Jeremy Vincent first fell in love with the Jungle Bird cocktail at Beachbum Berry’s Latitude 29 in New Orleans in 2017. “The Jungle Bird is an interesting cocktail,” he says. “It is simple and diverse enough. To me, it’s the perfect cocktail—Campari and rum rich in banana flavor, it’s really balanced. It’s just sweet and bitter enough, not overpowering.”
He loved the cocktail so much, he decided to name his Cape Coral bar and restaurant for it. “It played perfectly in with the theme and vegetation here,” Vincent says.
For not only did he fall in love with one cocktail there in the Big Easy, he fell in love with the tiki bar concept—not what he calls the “Florida tiki bar,” but authentic tiki bars. Little did he know that he was among a growing culture with its own forums and drinkers who travel far and wide for tiki drinks.
Started in the 1930s at such classics as Beachcomber Don’s and Trader Vic’s, tiki bars used good rum and fresh juices to concoct drinks like the Mai Tai and Zombie. “Tiki has kind of been watered down over the past 20 to 30 years with mixers and corn syrups, cheaper booze, thick gross syrupy concoctions,” Vincent says. “We broke it down into more a simple process using recipes from old-school tiki books—not really sweet, syrupy, coconuty; more boozy with good aged rum and fresh juice.”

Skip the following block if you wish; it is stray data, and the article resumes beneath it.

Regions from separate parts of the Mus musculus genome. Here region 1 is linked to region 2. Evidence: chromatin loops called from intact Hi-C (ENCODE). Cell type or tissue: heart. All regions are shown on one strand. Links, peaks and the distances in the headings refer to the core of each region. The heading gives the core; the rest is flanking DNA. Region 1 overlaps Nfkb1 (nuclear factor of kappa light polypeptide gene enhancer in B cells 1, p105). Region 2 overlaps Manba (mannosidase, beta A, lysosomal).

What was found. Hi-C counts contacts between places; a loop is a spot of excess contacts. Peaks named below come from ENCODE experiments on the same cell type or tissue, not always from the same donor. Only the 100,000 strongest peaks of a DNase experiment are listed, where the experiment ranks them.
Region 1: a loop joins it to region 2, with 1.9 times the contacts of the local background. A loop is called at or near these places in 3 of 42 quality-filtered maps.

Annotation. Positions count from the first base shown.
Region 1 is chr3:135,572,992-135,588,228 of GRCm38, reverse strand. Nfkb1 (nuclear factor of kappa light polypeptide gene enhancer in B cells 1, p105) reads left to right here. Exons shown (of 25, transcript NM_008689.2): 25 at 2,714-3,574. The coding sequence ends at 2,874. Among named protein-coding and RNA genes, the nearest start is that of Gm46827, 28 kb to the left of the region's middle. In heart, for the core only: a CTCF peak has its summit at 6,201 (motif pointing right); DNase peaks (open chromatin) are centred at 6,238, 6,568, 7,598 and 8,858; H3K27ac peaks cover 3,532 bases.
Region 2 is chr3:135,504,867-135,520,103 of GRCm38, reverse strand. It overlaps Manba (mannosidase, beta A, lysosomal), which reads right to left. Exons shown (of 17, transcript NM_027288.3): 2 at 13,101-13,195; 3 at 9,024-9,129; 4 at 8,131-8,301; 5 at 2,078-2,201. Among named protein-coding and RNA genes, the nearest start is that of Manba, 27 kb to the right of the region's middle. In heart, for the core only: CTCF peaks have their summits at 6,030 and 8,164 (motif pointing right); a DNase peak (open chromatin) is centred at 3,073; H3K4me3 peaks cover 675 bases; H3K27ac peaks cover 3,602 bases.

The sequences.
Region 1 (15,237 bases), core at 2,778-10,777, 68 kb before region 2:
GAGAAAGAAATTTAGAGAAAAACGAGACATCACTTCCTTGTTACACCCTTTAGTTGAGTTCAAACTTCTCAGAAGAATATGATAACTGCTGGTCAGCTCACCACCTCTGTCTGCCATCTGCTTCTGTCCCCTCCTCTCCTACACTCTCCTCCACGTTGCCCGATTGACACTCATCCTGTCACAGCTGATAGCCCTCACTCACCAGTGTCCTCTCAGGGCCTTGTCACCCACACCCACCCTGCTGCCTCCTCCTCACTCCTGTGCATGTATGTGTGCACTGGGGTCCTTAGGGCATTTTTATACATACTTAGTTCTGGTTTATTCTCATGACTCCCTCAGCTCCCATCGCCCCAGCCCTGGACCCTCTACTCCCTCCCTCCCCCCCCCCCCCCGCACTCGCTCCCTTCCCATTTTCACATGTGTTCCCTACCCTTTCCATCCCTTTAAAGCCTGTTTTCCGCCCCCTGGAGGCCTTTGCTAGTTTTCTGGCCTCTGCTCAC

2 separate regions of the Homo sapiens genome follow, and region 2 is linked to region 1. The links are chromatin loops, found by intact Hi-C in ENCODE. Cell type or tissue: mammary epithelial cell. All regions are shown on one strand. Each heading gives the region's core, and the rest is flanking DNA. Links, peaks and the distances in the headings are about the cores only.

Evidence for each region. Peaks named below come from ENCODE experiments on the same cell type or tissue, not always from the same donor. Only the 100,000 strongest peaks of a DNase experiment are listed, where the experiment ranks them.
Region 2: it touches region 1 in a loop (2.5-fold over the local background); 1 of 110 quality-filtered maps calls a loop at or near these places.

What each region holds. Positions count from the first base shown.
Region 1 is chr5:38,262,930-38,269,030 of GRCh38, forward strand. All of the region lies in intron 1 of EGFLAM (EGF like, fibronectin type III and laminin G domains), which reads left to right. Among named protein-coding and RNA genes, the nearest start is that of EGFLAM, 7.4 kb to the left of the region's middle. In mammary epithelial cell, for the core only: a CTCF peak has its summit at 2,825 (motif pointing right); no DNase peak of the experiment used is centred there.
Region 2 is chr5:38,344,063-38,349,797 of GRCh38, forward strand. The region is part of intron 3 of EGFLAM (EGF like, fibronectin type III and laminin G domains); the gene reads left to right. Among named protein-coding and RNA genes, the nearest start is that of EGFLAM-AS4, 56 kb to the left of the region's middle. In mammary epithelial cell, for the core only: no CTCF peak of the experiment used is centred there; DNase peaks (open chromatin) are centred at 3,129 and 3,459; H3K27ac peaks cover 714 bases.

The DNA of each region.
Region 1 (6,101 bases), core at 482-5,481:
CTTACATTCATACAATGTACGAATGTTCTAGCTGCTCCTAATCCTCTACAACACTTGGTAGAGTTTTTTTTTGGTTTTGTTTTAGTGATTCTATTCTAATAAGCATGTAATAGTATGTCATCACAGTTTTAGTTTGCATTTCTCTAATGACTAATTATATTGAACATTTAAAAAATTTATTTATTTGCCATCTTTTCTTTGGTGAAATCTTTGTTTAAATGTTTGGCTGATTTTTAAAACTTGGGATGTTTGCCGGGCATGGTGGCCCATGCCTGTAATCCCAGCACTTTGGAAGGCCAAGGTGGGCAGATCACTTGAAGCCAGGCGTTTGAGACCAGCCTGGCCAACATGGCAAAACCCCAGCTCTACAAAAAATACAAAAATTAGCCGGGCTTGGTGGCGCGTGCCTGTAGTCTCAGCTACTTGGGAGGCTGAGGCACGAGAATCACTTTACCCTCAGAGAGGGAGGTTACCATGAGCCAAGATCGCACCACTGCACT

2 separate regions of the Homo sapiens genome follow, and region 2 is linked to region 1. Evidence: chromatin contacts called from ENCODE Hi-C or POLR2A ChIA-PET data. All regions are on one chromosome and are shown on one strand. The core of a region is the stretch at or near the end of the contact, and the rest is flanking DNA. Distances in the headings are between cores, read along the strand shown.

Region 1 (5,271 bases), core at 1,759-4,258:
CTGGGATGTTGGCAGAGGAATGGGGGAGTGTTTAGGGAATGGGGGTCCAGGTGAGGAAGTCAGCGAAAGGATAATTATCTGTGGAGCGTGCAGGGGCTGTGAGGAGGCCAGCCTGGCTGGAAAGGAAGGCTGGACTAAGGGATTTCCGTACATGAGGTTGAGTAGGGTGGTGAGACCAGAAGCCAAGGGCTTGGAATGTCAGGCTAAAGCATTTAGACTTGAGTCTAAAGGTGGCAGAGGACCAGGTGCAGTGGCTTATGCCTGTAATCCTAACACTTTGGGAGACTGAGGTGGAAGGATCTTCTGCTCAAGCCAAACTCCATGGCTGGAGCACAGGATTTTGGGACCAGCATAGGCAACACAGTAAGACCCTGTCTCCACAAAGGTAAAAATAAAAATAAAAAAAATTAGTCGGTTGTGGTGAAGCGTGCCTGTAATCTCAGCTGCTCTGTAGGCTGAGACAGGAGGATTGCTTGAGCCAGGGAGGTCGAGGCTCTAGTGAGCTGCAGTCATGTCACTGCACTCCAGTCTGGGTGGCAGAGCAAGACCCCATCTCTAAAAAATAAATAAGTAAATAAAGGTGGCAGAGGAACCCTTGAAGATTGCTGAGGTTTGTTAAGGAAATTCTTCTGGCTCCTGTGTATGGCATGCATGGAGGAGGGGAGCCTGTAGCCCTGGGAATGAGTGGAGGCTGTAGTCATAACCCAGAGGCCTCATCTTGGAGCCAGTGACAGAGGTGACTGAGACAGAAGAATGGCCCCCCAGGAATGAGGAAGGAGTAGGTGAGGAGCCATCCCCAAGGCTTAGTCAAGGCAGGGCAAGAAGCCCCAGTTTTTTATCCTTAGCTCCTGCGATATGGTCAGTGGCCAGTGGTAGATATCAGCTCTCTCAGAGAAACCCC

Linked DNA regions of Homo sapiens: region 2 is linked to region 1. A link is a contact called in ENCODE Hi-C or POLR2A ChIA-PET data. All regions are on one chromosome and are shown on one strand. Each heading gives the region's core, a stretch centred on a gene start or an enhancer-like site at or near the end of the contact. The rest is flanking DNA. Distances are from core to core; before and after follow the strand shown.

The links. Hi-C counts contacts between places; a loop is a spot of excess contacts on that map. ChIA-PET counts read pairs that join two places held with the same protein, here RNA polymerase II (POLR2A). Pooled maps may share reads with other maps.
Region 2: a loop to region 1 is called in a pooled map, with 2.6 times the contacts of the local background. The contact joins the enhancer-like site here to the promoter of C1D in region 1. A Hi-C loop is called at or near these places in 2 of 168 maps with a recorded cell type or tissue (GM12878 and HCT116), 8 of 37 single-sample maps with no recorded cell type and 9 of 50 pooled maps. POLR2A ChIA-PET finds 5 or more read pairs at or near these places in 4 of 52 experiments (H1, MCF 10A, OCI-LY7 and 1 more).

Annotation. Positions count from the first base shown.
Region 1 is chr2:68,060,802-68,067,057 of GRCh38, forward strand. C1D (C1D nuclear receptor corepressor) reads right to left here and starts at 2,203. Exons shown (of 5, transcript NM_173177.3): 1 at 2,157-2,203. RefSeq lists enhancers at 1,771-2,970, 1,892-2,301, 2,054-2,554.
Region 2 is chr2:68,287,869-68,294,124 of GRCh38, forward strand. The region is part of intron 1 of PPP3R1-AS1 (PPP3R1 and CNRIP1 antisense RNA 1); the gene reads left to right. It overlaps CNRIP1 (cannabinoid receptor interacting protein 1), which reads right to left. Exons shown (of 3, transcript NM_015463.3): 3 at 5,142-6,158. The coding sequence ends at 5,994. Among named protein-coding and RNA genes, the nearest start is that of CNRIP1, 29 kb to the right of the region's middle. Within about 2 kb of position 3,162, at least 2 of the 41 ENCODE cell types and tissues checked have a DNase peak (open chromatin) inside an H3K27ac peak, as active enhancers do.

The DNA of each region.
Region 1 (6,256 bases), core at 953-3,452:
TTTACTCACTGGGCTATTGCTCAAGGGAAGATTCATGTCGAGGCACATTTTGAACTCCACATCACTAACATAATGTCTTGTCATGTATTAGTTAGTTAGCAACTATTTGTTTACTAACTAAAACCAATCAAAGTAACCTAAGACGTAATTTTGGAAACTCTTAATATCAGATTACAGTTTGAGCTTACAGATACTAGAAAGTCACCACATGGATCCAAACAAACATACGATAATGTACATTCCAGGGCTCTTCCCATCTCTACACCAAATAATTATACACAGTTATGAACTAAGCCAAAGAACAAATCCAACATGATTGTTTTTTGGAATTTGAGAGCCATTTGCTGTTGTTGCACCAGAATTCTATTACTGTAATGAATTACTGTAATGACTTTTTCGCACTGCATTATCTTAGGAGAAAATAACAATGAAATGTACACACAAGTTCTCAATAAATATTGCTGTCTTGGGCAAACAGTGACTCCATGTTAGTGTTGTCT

Vincent carried the concept of an authentic tiki bar with him since then. So, when the owners at Redfish Point restaurant, where he was consulting at the time, talked about closing after the COVID-19 shutdown, the former manager at Fathoms and Gather restaurants pulled a menu out of his pocket. “We joked. They were like ‘you always keep this in your pocket?’” Vincent says.
In August, they agreed to partner on a pop-up Jungle Bird. By November, immediate popularity made it a permanent fixture. So-called tiki nerds come from as far as Miami and Orlando. For others, who think all that’s required is a thatched roof, it’s an education process. “Tiki bars are supposed to be dollar shots and $1.50 beers,” Vincent says. Some people come into the lush courtyard that separates two interior dining and bar spaces expecting the typical cheap bar food and coconut shrimp. “Chef Nick [Hartmann] and I decided to make food we’d like to eat and a little more unique… a bar we would like to go to,” he says. Tiki drinks and summer belong together, he adds. So, this month, he shares his slightly tweaked rendition of the Jungle Bird, served up traditionally in a tiki-style mug. Tiki lore traces its invention to the Hilton Kuala Lumpur in Malaysia, circa 1970.